The lake is named after a Jesuit missionary who worked in the Patagonia steppes converting the natives and ministering to those hearty ranchers who made Patagonia their home. Father Matias Strobel.

The trout, Rainbows, were introduced into the lake in the 1980s (will tell you more about this extraordinary story in a later blog posting)

And they are stunningly beautiful.

Today was a tough fishing day since the wind was howling about 50 km/hr most of the day, but we managed a few nice fish. Always satisfying to conquer the elements and gain the reward of a big fish landed, admired, then put back into the lake to grow even bigger!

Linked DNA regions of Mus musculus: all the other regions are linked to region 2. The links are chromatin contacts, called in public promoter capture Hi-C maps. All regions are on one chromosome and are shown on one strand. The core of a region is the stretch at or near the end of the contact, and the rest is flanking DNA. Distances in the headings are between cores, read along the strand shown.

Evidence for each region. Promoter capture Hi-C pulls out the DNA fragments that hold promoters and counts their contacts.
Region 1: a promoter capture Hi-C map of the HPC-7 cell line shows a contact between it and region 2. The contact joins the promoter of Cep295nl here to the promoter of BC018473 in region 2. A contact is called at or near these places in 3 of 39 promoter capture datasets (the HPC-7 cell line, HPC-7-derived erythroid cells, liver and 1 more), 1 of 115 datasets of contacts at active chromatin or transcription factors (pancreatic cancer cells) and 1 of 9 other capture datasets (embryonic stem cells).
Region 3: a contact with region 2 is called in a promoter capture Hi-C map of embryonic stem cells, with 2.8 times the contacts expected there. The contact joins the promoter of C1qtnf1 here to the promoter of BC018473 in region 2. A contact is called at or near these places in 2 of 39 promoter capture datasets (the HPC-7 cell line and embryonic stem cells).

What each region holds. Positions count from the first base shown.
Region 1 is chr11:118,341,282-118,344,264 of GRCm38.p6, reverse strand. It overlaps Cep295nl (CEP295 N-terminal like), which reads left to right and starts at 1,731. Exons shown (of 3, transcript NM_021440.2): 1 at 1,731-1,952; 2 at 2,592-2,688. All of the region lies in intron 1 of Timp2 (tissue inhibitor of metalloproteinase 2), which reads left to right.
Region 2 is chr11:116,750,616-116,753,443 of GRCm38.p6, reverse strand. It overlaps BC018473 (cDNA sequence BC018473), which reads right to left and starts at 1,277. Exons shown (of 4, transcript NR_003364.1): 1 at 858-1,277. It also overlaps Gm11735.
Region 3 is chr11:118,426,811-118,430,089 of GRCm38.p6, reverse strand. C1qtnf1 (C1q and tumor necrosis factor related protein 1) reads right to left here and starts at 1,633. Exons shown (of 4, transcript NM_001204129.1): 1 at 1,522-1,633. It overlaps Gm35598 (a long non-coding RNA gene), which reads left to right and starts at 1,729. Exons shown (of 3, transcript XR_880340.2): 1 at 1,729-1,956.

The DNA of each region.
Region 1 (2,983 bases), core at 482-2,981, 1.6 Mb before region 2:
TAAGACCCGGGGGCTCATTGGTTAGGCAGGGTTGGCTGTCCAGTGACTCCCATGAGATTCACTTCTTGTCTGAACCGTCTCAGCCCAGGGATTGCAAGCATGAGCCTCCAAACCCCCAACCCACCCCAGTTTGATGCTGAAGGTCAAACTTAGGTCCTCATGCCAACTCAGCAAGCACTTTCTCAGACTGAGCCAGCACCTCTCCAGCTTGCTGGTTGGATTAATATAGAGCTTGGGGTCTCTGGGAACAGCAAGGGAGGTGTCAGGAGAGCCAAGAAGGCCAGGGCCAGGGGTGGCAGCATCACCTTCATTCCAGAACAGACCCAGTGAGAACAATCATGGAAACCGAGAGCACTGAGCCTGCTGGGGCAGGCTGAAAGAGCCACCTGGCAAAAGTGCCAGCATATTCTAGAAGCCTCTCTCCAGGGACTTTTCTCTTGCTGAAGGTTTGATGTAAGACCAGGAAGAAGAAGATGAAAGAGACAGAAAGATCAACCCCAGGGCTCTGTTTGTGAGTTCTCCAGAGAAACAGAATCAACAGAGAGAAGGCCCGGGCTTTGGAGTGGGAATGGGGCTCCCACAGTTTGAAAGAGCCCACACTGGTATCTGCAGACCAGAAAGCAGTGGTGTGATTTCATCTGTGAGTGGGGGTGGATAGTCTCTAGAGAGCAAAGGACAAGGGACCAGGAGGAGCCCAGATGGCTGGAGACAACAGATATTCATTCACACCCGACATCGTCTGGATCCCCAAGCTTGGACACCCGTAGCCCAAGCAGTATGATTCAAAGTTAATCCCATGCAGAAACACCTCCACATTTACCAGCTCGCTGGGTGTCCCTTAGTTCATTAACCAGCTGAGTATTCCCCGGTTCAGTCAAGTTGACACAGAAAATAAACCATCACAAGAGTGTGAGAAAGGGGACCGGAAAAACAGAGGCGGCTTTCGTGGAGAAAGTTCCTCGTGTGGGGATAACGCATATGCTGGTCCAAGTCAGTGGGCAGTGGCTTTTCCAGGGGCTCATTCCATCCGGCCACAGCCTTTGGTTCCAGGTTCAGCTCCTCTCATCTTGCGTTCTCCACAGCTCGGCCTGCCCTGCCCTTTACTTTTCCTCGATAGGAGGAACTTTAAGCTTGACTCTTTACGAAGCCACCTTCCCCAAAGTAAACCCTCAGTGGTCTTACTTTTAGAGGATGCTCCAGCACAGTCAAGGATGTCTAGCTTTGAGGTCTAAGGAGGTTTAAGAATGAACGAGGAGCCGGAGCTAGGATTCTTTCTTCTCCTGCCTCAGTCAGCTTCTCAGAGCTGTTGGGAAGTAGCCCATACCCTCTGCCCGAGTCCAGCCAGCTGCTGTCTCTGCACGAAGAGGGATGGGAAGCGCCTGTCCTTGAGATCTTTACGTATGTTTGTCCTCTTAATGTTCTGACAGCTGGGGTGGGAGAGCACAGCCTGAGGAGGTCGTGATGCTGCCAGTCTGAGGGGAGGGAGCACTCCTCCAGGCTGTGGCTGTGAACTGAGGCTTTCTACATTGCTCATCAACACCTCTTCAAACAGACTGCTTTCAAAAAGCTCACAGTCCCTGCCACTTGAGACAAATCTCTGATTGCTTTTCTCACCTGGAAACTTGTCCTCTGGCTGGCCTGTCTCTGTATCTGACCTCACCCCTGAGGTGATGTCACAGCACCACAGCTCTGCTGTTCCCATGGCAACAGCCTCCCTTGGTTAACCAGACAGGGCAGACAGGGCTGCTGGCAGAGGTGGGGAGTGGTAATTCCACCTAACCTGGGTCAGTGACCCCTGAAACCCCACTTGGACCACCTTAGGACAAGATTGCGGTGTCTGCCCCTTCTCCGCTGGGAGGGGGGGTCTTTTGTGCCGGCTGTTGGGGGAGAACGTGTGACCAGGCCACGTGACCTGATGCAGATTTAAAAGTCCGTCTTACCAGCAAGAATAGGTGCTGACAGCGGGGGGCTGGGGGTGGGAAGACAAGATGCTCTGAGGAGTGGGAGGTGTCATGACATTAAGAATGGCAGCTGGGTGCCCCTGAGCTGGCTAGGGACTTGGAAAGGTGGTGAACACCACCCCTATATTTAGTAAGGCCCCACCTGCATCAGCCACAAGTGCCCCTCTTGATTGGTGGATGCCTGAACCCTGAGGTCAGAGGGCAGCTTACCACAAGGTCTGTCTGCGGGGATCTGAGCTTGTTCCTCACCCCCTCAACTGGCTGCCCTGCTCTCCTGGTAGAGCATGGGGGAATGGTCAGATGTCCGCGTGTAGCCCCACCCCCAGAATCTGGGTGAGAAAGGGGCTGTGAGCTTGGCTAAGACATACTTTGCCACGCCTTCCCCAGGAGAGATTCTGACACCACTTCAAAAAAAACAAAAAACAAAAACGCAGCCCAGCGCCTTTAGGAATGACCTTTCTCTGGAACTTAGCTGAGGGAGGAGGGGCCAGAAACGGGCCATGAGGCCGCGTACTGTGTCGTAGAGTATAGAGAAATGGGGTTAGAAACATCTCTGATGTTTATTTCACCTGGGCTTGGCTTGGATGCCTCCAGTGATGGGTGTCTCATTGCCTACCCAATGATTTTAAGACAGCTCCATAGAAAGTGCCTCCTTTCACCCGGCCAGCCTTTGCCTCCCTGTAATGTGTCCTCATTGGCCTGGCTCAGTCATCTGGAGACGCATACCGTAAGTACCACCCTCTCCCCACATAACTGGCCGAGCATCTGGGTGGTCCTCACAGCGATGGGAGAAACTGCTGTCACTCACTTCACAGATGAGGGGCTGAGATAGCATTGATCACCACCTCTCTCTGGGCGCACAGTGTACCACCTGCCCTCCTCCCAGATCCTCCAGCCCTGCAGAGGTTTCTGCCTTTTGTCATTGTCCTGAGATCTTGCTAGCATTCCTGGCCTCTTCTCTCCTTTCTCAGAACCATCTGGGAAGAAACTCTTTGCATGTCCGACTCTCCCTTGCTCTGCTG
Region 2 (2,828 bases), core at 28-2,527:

On the way from the lodge to the lake we came across this group of Guanaco, the South American version of a Llama. Graceful and not too skittish since hunting them is highly regulated.

Only bad news concerning the state of the world right now. My wife says I am probably in one of the healthiest places on the plant at the moment. So I will enjoy my week of fishing while also trying to contact British Airways to find out how to return to London.

You might be seeing Argentina fishing blogs from me for the next few months!

About johnrchildress